Why I read this book: I bought The Vegetarian as a way of making up for my large deficiency of knowledge of writers from Asia. It’s the first book I’ve read from my 20booksof summerproject for 2017.
The Broke and Brookish this week is looking for suggestions for book club reading.
This wouldn’t be an easy one for me since our book club has rather wide ranging tastes – each person chooses a book so it reflects their taste rather than necessarily what the club as a whole likes. We went down the path of chick lit for a while turned me off but I’ve been introduced to some new authors in other month so it’s almost balanced out. For me a good book club read is one that has plenty of issues and dimensions that can lead to a good discussion – I want more than someone saying “I picked this because I thought it would be fun” and that’s all they can say about the book (believe me it has happened). The book choice doesn’t have to be particularly weighty but something to at least get your teeth into.
If I had my wishlist it would include:
I’ve gone for a mixture of styles, subjects and country of origin of the author (too many book clubs seem to focus only on Western literature).
- The Many by Wyl Menmuir reviewed here. A Booker long listed title from 2016 that I thought superb. It keeps you guessing about what the main message is.
- Another Booker 2016 candidate – and one I would dearly have loved to see win – is Madeleine Thien’s Do Not Say We Have Nothing which traces the effect of Communist rule on three musicians. It’s an epic that stretches across centuries and countries. Not always easy to grasp it had tremendous emotional power. Reviewed here
- The Snow Kimono by Mark Henshaw. Set in Japan, a wonderful elliptical story in which a professor of law tells a story about his father’s fascination with traditional Japanese jigsaw puzzles.It’s a metaphor for how our lives are constructed by fragments. Reviewed here
- The Little Red Chairs by Edna O’Brien. Set in a remote Irish village it examines what happens when a dictator on the run from atrocities he committed in his country attracts the attention of a lonely housewife. This book will have you thinking about actions and consequences and forgiveness. Reviewed here
- From Korea comes a book that was a knock out bestseller and not just in Korea. Please Look After Mom by Shin Kyung-sook looks at the mother-child relationship which is thrown into question when an elderly mother goes missing in an underground station while on her way to visit her children. As they search for her they discover secrets about her life and uncomfortable truths about their own attitudes.Reviewed here
- Possession by A. S Byatt was my choice when I joined the book club. I wasn’t sure I had make the right choice until the meeting but surprisingly we had a great discussion about the different forms possession can take -whether for artifacts f the past or for another individual. Reviewed here
- Holiday by Stanley Middleton.Who is he I can hear you asking. Not surprised really.Despite having written more than 40 novels he has more or less disappeared from our radar. A pity. This is a short novel from 1974 in which a middle aged man facing a crisis is his marriage takes a spur of the moment holiday at the seaside. It’s the same resort he visited year after year as a child when his parents took him for their annual holiday. Reflections of those times days mingle with more recent and more bitter memories. Good for discussions around nostalgia and relationships. Reviewed here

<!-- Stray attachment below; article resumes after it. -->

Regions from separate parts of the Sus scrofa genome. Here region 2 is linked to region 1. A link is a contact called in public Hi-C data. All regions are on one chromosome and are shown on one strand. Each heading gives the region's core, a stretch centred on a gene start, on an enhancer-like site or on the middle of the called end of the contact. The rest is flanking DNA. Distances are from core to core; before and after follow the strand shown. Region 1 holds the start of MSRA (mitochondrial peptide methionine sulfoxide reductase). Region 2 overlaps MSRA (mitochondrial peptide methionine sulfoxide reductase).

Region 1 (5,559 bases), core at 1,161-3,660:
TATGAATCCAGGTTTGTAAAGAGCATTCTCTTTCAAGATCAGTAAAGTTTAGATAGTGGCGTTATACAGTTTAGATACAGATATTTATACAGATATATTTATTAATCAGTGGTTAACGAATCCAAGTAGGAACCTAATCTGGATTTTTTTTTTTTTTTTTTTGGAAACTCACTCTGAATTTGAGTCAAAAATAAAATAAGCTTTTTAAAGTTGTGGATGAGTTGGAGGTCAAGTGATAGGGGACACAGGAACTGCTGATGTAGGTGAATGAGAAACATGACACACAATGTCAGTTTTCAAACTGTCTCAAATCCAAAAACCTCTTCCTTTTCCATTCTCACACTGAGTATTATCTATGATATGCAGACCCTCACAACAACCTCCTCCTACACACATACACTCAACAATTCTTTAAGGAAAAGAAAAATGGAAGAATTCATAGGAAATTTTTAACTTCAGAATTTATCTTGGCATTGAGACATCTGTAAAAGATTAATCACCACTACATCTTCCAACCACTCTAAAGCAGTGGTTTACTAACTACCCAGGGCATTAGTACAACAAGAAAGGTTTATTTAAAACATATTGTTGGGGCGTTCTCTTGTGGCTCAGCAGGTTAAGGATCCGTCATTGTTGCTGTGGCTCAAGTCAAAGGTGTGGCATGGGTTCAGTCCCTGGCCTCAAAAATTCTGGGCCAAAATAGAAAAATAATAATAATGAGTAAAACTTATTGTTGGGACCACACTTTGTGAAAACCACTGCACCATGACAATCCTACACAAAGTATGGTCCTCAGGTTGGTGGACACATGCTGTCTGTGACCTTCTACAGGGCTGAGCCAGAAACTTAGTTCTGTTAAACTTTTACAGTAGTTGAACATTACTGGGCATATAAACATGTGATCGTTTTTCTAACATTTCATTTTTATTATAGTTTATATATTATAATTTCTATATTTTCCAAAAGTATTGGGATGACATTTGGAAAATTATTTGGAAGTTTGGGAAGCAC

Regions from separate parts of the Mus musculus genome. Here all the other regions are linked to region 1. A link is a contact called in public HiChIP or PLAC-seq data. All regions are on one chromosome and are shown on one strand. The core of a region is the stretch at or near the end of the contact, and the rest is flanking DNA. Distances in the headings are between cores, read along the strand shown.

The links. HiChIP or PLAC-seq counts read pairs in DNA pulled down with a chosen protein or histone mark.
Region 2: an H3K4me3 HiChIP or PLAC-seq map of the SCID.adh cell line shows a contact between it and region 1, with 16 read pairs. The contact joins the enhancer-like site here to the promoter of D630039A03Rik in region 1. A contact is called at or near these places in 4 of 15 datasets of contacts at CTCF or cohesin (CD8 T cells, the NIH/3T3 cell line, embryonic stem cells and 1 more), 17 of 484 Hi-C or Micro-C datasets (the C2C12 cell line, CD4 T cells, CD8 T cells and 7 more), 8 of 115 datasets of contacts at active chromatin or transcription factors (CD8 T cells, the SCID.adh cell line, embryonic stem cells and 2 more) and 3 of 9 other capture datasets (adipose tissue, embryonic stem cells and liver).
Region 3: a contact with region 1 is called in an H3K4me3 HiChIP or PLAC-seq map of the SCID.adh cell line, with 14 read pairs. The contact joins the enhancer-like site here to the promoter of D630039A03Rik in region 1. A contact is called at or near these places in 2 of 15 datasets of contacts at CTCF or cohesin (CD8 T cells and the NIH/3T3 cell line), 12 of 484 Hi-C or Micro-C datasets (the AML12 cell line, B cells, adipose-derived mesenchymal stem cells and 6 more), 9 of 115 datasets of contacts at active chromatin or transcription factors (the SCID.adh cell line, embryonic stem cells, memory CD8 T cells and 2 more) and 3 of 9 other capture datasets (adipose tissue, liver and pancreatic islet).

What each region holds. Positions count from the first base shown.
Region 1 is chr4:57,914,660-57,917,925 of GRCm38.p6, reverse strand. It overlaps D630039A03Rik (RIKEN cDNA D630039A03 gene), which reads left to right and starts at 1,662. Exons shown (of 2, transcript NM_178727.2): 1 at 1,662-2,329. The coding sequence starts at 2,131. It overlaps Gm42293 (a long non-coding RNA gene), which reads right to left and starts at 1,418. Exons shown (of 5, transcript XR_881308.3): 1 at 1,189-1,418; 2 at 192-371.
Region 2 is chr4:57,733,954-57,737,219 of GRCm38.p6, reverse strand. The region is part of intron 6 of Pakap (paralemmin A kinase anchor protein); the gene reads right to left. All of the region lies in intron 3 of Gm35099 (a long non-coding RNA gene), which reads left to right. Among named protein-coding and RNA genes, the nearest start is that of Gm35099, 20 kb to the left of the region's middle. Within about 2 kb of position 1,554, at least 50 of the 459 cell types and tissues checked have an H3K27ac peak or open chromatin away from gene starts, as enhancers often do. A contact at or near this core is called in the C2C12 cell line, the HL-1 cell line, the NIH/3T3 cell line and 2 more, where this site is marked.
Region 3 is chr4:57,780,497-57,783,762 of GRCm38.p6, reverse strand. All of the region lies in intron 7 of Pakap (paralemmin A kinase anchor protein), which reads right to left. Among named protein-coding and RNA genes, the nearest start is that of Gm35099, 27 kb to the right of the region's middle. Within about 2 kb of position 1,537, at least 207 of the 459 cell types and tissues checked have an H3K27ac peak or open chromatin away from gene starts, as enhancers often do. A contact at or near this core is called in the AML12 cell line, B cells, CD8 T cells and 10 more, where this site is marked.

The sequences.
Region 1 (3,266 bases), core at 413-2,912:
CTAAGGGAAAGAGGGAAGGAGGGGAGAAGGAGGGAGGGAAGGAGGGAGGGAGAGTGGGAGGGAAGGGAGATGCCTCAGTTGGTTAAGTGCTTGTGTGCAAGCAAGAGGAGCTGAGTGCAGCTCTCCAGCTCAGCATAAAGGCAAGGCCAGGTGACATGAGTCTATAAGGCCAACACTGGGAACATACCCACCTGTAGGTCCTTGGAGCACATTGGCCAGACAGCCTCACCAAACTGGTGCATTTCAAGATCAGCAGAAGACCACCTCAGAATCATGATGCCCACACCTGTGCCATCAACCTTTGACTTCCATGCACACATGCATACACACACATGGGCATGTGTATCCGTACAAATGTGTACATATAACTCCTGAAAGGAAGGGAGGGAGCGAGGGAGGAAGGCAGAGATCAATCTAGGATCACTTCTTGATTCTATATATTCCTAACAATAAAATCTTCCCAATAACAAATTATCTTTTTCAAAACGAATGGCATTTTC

- L’Assommoir by Emile Zola. It’s not the first book in Zola’s Rougon-Marquet series of 20 titles but this doesn’t matter too much. Read it for its superb rendition of life on the breadline in nineteenth century Paris. You can, if your book club is of an academic mind, get into all kinds of discussion about Zola’s theory of naturalism and inherited conditions. Reviewed here
- Americanah by Chimamanda Ngozi Adichie. Chances are that your club has already read Half a Yellow Sun which is an earlier novel by Adichie. Americanah gives a view of life for a girl who leaves Nigeria – one of the people who achieves the dream – only to find its not what she expected. Can she make a new life or do the ties that bind back to the homeland prove stronger? It’s a novel about choices you make to fit in with a new way of life and how experience changes you. It might sound rather sombre but there are some outstandingly funny scenes in a hairdressing salon. Reviewed here
- Lifeboat by Charlotte Rogan: We hope this never happens to anyone. But it does. What if you were one of the passengers in a ferry or cruise liner that is sinking. You’ve got yourself into a lifeboat and are now waiting for rescue. But days go by, water and food supplies dwindle. Who gets to live in those circumstances? Who deserves to die? And who has the right to make those decisions? Those questions lie at the heart of Charlotte Rogan’s debut novel. This isn’t the best written novel I read in 2013 but it was one that stimulated a lot of discussion in our book club meeting. Reviewed here
Those are just some of the books I’d suggest. What would your recommendations be?